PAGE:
This should add (regular user) to the sudo group.
    Thanks for your reply. I created two accounts.

    One is an admin account that I do not use. The second is a regular account that I do use. When I installed the pinter drivers from Brother, i entered my admin password.

    So, I do not know why the terminal is not recognizing the admin account.

  6. #6
    Join Date
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    Ubuntu 12.04 Precise Pangolin

    Re: Brother MFC-7860DW Drivers - Sudo issue?

    So you only have two accounts - root and (regular user). Post the output of:
    Code:
    groups (regular user)
    Also try loging into the root account directly with:
    Code:
    su
    and entering your admin password.

  7. #7
    Join Date
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    Unhappy Re: Brother MFC-7860DW Drivers - Sudo issue?

    I am still stuck on this issue.

    As soon as I got the computer, I created two accounts. One is an admin account that I do not use and the other is a regular account with lesser privileges that I do use. I am the only one using the computer so there is just one regular user.

    I am trying to install the printer drivers from within my regular user account.

    When I type sudo and the command to install the printer driver, the computer responds by asking for rmy regular account's password instead of the admin password.

    When I enter the regular user password, it fails and says "try again" and when I enter the admin password, it says it's not recognized (or something) and "will be reported".

    I was able to log into the admin account with my admin password from the start menu (graphical menu). (I did not try entering su in the Terminal from within my regular account.)

    So, that is my sudo account, right? I should be able to use that password in my regular account to grant privileges.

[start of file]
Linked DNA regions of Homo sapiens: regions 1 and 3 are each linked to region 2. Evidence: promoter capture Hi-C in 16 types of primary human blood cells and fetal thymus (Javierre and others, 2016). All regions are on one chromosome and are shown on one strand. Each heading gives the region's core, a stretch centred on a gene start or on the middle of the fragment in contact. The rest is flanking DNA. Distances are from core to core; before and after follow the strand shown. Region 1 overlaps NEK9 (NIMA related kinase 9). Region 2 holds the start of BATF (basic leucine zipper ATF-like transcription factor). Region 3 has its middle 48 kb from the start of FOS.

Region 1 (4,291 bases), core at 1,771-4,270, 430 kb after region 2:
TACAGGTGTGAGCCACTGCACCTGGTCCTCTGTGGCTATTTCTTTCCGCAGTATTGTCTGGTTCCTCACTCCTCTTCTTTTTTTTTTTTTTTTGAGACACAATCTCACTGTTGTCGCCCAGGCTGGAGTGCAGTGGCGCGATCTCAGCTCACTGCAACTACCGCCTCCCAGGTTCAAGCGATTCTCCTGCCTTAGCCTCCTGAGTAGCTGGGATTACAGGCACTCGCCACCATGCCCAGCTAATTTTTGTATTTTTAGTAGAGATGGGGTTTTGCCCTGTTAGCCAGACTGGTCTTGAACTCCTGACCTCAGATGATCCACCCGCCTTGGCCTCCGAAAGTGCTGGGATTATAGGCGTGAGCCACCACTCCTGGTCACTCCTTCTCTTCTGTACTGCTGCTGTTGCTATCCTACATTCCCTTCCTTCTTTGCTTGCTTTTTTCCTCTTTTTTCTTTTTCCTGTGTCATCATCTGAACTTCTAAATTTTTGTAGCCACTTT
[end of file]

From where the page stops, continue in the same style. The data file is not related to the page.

Should I be attempting to install the printer driver directly from the admin account instead of the user account? That would not be desirable since the printer is wireless and would have to be online and leave my admin account vulnerable.

    Isamu ... when you say to type: groups (regular user) does that mean to type that exactly as is or do I type groups (regular user name)?

    This is harder than it should be.
    Last edited by Sunrise611; December 12th, 2012 at 03:49 PM.

  8. #8
    Join Date
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    Ubuntu 12.04 Precise Pangolin

    Re: Brother MFC-7860DW Drivers - Sudo issue?

    When I enter the regular user password, it fails and says "try again" and when I enter the admin password, it says it's not recognized (or something) and "will be reported".
    This means your (regular user) is probably not in the sudo group. Check with the groups command to make sure.
    Isamu ... when you say to type: groups (regular user) does that mean to type that exactly as is or do I type groups (regular user name)?
    I mean the user name, so that if your username is john, you would type:
    Code:
    groups john
    Post the ouput of this command.

  9. #9
    Join Date
    Dec 2012
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    Re: Brother MFC-7860DW Drivers - Sudo issue?

    Thanks for your quick response and assistance. Here is the output.

    me2@me-Vostro-2520:~$ groups Me2
    groups: Me2: No such user
    me2@me-Vostro-2520:~$ groups me2
    me2 : me2
    me2@me-Vostro-2520:~$
    me2 = regular account
    me = admin account

    I tried entering my regular account in uppercase and it didn't work so then I tried it with the lowercase and it just repeated what I wrote (me2). Nothing else.

    Is that okay?

  10. #10
    Join Date
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    Re: Brother MFC-7860DW Drivers - Sudo issue?

    It appears your user accounts are misconfigured. This is how it looks on my system:
    Code:
    [ isamu: ~ ]$ groups isamu
    isamu : isamu adm cdrom sudo dip plugdev lpadmin sambashare
    Notice how the user is in the sudo group, this is necessary to use sudo. To add your user to a group use gpasswd. In your case it should be:
    Code:
    gpasswd -a me2 sudo
    The above command needs to be run as root. Root is the actual admin account, the user that can do anything, it's present on every system. To log in as root use:
    Code:
    su
    and enter your admin password.

    It seems strange that your user is only in it's own group. When creating new user Ubuntu automatically assigns user to groups to allow some basic tasks. See my groups output at the top, I'm in several groups and I didn't add any of them manually, this is the default.